>> since after all they have to advertise it. Perhaps the default exit
>> policy should reject connections to that IP address, unless the operator
>> explicitly allows them? See also the "ExitPolicyRejectPrivate" entry
>> in the man page. This would be a shame to set up by default, but maybe
>> secure-by-default-for-end-users is a trend we should embrace.
>> And lastly, just to cover all bases: is there any point to this additional
>> complexity given that the attacks can already be done just fine via a
>> web browser? I guess it depends what assumptions we want to make about
>> the users. My instinct would be 'yes'.
>>> All this leads to another question I have about tor
>>> which will probably really show how ignorant I am.
>>> What prevents tor exit nodes from spoofing any IP that
>>> they want and easily setting up phishing attacks??
>> The same thing that prevents bad people from doing it in airports,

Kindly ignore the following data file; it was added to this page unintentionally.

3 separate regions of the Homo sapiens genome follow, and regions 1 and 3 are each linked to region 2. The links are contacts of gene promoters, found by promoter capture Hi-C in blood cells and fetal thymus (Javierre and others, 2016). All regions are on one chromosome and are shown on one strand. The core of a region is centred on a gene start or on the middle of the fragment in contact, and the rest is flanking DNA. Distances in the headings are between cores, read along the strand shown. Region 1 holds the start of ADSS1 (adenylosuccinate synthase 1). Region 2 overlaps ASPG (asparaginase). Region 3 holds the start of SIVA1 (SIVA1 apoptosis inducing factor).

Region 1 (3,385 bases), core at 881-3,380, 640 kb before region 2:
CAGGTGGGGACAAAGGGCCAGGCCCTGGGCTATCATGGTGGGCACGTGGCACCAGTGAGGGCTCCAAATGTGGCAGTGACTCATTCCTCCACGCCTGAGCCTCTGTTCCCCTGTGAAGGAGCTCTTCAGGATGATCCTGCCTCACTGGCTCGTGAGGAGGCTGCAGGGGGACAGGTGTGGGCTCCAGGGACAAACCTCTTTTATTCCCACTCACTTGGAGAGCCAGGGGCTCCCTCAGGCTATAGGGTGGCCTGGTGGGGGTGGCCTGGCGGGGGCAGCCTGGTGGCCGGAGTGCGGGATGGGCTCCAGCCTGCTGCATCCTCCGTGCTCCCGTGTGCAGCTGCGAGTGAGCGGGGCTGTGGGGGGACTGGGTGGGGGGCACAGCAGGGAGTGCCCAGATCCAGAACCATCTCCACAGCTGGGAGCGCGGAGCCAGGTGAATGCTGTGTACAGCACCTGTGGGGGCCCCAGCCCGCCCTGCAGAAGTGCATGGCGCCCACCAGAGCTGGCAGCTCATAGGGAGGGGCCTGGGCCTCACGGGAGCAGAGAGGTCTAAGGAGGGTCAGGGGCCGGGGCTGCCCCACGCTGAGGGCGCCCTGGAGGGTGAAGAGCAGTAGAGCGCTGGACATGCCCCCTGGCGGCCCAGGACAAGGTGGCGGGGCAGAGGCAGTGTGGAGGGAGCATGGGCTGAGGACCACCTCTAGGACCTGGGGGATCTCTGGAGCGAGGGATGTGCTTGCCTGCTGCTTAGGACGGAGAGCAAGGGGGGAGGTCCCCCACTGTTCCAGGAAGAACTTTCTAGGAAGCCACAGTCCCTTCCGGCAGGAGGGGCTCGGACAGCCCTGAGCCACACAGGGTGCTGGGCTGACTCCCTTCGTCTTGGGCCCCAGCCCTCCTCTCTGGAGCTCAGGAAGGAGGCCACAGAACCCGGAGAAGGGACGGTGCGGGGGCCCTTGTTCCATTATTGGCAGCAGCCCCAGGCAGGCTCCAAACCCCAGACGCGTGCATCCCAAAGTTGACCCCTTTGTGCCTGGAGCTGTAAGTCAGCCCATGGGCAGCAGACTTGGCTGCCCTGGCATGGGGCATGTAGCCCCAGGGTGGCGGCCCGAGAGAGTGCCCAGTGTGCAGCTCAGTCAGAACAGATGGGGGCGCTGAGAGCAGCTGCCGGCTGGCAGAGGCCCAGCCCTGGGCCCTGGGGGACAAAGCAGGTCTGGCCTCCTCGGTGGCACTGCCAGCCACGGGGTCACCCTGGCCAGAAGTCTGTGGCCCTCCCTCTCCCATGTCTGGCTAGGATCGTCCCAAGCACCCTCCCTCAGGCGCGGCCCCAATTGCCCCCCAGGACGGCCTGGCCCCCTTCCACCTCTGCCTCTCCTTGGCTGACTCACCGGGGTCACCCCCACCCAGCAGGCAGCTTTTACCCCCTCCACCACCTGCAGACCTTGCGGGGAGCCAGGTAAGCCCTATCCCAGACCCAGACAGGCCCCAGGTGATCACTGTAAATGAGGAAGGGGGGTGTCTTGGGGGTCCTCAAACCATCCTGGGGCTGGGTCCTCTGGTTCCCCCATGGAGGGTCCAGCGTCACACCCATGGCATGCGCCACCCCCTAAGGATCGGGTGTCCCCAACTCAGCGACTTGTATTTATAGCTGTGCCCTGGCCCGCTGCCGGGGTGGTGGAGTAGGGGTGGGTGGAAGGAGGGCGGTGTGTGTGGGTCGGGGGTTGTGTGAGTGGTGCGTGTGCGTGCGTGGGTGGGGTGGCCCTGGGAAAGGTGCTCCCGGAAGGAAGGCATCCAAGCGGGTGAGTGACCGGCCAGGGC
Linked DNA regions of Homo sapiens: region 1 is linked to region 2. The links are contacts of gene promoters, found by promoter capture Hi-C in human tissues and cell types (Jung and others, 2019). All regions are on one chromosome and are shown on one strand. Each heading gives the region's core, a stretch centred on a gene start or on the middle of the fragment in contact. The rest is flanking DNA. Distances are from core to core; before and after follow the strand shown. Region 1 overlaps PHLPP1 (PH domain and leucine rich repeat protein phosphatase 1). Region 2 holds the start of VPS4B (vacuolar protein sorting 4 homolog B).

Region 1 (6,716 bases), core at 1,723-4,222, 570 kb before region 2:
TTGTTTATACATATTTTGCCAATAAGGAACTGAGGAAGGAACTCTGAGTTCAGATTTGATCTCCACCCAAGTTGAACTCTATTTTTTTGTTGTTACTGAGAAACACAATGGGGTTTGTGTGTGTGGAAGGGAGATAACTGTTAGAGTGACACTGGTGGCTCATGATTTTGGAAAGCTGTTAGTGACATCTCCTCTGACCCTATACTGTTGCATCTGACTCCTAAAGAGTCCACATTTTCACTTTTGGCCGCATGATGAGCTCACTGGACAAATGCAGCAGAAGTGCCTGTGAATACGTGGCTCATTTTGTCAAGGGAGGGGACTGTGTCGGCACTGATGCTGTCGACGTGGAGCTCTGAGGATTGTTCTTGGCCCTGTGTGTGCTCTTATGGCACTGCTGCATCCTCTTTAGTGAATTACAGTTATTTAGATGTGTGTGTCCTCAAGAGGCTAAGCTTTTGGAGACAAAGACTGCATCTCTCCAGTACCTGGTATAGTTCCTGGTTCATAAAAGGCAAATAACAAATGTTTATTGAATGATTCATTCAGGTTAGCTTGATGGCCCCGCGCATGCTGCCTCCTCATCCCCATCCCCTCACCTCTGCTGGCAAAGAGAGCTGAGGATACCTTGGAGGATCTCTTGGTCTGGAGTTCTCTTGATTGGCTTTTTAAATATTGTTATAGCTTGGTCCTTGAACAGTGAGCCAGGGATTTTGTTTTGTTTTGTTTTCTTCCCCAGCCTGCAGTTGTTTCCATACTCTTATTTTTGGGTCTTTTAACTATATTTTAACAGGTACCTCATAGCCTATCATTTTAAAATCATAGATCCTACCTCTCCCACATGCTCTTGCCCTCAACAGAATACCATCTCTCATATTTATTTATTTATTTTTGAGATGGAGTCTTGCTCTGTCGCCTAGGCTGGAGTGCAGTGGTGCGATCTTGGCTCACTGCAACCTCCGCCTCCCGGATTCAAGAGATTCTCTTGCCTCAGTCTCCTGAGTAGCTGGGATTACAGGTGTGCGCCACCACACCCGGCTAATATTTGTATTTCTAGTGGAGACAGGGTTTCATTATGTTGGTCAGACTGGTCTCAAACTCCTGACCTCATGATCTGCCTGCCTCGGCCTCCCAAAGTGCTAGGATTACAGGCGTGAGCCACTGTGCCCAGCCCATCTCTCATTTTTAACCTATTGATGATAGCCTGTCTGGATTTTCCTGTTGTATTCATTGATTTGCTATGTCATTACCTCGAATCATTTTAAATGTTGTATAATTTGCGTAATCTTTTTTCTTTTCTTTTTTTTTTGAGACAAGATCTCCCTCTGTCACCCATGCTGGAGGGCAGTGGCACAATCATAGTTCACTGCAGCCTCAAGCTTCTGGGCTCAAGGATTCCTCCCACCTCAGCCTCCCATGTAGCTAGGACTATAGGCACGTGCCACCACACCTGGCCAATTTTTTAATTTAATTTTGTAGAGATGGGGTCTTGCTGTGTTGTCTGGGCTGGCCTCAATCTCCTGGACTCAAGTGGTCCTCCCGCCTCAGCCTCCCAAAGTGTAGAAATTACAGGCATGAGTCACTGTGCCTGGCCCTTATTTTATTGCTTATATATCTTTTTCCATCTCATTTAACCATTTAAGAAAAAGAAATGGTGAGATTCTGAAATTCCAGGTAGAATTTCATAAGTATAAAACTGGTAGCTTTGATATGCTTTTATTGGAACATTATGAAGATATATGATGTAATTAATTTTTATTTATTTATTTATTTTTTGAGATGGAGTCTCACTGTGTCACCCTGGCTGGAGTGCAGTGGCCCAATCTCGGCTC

>> local coffeeshop wifi, and so on: users should use SSL if they want to
>> be sure they're talking to the right destination.
>> See e.g. point #4 at https://www.torproject.org/download#Warning
>>> A new excited but confused/concerned tor user, ;)
>> Welcome. Hope that helps to explain a bit.
> I mentioned this before to you (Roger) in IRC, but now might be a good time
> to bring this up again.
> If anyone is concerned about this, and you should be add the following to
> your torrc.
> ExitPolicy reject <YOUR_EXTERNAL_IP>:*
> Obviously replacing <YOUR_EXTERNAL_IP> with your real IP address...not your
> internal (LAN) IP address.
> I've been scanning the Tor network for a couple of months now looking at
> The results have been interesting. Some have port 80 open on there external
> IP's already. Some don't. I've focused on those that don't have port 80
> open on there external IP, but may have it open to there internal LAN.
> There is a quick way to test this. If your routers web interface is on
> 192.168.1.1 (or whatever it may be), then try it with your routers EXTERNAL
> IP. If you find yourself looking at the same web interface as you would see
> at 192.168.1.1, then you will have a problem. The reason this happens is
> because your router, even though you specify it's external IP, still thinks